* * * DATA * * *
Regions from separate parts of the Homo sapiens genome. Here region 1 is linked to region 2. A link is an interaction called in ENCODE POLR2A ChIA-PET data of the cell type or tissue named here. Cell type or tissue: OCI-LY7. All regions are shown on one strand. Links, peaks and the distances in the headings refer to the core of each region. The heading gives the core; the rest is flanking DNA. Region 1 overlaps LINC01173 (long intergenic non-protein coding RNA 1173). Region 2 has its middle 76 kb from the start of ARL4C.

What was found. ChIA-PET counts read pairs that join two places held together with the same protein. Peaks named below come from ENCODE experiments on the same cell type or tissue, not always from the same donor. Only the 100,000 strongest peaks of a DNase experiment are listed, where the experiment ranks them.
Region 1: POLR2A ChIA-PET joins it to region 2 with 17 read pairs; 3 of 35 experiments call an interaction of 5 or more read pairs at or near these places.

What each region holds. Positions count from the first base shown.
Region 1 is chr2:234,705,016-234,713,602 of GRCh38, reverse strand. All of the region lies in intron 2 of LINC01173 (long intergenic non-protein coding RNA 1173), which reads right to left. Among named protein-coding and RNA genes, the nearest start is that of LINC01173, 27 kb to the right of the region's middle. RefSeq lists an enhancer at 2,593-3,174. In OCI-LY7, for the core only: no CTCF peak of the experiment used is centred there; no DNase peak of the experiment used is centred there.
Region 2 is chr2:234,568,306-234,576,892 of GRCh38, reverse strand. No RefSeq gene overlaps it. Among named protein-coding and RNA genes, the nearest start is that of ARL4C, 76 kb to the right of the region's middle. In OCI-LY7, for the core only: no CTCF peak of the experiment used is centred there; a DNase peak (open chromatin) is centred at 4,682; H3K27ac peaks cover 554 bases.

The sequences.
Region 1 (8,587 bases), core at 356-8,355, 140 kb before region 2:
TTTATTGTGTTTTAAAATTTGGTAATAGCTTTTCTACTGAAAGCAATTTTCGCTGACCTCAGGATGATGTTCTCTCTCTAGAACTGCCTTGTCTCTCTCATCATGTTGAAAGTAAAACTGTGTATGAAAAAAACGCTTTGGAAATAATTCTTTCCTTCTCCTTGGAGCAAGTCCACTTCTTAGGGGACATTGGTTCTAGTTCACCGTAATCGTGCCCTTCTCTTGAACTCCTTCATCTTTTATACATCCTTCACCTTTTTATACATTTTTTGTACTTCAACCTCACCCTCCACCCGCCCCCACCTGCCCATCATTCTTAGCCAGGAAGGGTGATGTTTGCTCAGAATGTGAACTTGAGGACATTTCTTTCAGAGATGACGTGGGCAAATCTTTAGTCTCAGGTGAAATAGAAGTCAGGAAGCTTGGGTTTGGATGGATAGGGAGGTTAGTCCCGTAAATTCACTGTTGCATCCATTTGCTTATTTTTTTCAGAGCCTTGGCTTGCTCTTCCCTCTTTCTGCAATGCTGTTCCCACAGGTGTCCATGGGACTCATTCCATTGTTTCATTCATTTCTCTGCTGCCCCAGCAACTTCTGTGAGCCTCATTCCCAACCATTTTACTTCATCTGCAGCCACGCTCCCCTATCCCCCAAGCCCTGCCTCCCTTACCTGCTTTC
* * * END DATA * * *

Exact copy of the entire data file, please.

Regions from separate parts of the Homo sapiens genome. Here region 1 is linked to region 2. A link is an interaction called in ENCODE POLR2A ChIA-PET data of the cell type or tissue named here. Cell type or tissue: OCI-LY7. All regions are shown on one strand. Links, peaks and the distances in the headings refer to the core of each region. The heading gives the core; the rest is flanking DNA. Region 1 overlaps LINC01173 (long intergenic non-protein coding RNA 1173). Region 2 has its middle 76 kb from the start of ARL4C.

What was found. ChIA-PET counts read pairs that join two places held together with the same protein. Peaks named below come from ENCODE experiments on the same cell type or tissue, not always from the same donor. Only the 100,000 strongest peaks of a DNase experiment are listed, where the experiment ranks them.
Region 1: POLR2A ChIA-PET joins it to region 2 with 17 read pairs; 3 of 35 experiments call an interaction of 5 or more read pairs at or near these places.

What each region holds. Positions count from the first base shown.
Region 1 is chr2:234,705,016-234,713,602 of GRCh38, reverse strand. All of the region lies in intron 2 of LINC01173 (long intergenic non-protein coding RNA 1173), which reads right to left. Among named protein-coding and RNA genes, the nearest start is that of LINC01173, 27 kb to the right of the region's middle. RefSeq lists an enhancer at 2,593-3,174. In OCI-LY7, for the core only: no CTCF peak of the experiment used is centred there; no DNase peak of the experiment used is centred there.
Region 2 is chr2:234,568,306-234,576,892 of GRCh38, reverse strand. No RefSeq gene overlaps it. Among named protein-coding and RNA genes, the nearest start is that of ARL4C, 76 kb to the right of the region's middle. In OCI-LY7, for the core only: no CTCF peak of the experiment used is centred there; a DNase peak (open chromatin) is centred at 4,682; H3K27ac peaks cover 554 bases.

The sequences.
Region 1 (8,587 bases), core at 356-8,355, 140 kb before region 2:
TTTATTGTGTTTTAAAATTTGGTAATAGCTTTTCTACTGAAAGCAATTTTCGCTGACCTCAGGATGATGTTCTCTCTCTAGAACTGCCTTGTCTCTCTCATCATGTTGAAAGTAAAACTGTGTATGAAAAAAACGCTTTGGAAATAATTCTTTCCTTCTCCTTGGAGCAAGTCCACTTCTTAGGGGACATTGGTTCTAGTTCACCGTAATCGTGCCCTTCTCTTGAACTCCTTCATCTTTTATACATCCTTCACCTTTTTATACATTTTTTGTACTTCAACCTCACCCTCCACCCGCCCCCACCTGCCCATCATTCTTAGCCAGGAAGGGTGATGTTTGCTCAGAATGTGAACTTGAGGACATTTCTTTCAGAGATGACGTGGGCAAATCTTTAGTCTCAGGTGAAATAGAAGTCAGGAAGCTTGGGTTTGGATGGATAGGGAGGTTAGTCCCGTAAATTCACTGTTGCATCCATTTGCTTATTTTTTTCAGAGCCTTGGCTTGCTCTTCCCTCTTTCTGCAATGCTGTTCCCACAGGTGTCCATGGGACTCATTCCATTGTTTCATTCATTTCTCTGCTGCCCCAGCAACTTCTGTGAGCCTCATTCCCAACCATTTTACTTCATCTGCAGCCACGCTCCCCTATCCCCCAAGCCCTGCCTCCCTTACCTGCTTTC